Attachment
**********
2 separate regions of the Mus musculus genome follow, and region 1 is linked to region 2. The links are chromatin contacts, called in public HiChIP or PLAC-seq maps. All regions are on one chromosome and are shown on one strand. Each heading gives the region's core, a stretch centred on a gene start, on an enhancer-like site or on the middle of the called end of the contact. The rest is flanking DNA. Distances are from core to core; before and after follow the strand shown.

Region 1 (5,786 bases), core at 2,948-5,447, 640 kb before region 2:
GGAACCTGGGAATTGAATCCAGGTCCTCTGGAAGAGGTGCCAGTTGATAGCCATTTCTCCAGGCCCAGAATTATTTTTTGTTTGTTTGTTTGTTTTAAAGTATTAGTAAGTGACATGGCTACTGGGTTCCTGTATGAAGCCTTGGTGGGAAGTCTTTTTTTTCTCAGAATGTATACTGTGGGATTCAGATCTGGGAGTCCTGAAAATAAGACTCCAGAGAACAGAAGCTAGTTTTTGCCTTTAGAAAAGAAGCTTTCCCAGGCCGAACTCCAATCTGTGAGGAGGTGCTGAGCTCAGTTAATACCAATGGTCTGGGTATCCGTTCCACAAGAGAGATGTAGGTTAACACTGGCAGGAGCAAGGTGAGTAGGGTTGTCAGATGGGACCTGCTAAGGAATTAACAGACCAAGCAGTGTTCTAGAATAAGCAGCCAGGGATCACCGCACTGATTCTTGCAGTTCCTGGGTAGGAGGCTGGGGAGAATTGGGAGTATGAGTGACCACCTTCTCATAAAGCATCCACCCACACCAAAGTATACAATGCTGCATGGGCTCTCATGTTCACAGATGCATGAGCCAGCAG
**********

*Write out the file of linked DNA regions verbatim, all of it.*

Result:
2 separate regions of the Mus musculus genome follow, and region 1 is linked to region 2. The links are chromatin contacts, called in public HiChIP or PLAC-seq maps. All regions are on one chromosome and are shown on one strand. Each heading gives the region's core, a stretch centred on a gene start, on an enhancer-like site or on the middle of the called end of the contact. The rest is flanking DNA. Distances are from core to core; before and after follow the strand shown.

Region 1 (5,786 bases), core at 2,948-5,447, 640 kb before region 2:
GGAACCTGGGAATTGAATCCAGGTCCTCTGGAAGAGGTGCCAGTTGATAGCCATTTCTCCAGGCCCAGAATTATTTTTTGTTTGTTTGTTTGTTTTAAAGTATTAGTAAGTGACATGGCTACTGGGTTCCTGTATGAAGCCTTGGTGGGAAGTCTTTTTTTTCTCAGAATGTATACTGTGGGATTCAGATCTGGGAGTCCTGAAAATAAGACTCCAGAGAACAGAAGCTAGTTTTTGCCTTTAGAAAAGAAGCTTTCCCAGGCCGAACTCCAATCTGTGAGGAGGTGCTGAGCTCAGTTAATACCAATGGTCTGGGTATCCGTTCCACAAGAGAGATGTAGGTTAACACTGGCAGGAGCAAGGTGAGTAGGGTTGTCAGATGGGACCTGCTAAGGAATTAACAGACCAAGCAGTGTTCTAGAATAAGCAGCCAGGGATCACCGCACTGATTCTTGCAGTTCCTGGGTAGGAGGCTGGGGAGAATTGGGAGTATGAGTGACCACCTTCTCATAAAGCATCCACCCACACCAAAGTATACAATGCTGCATGGGCTCTCATGTTCACAGATGCATGAGCCAGCAG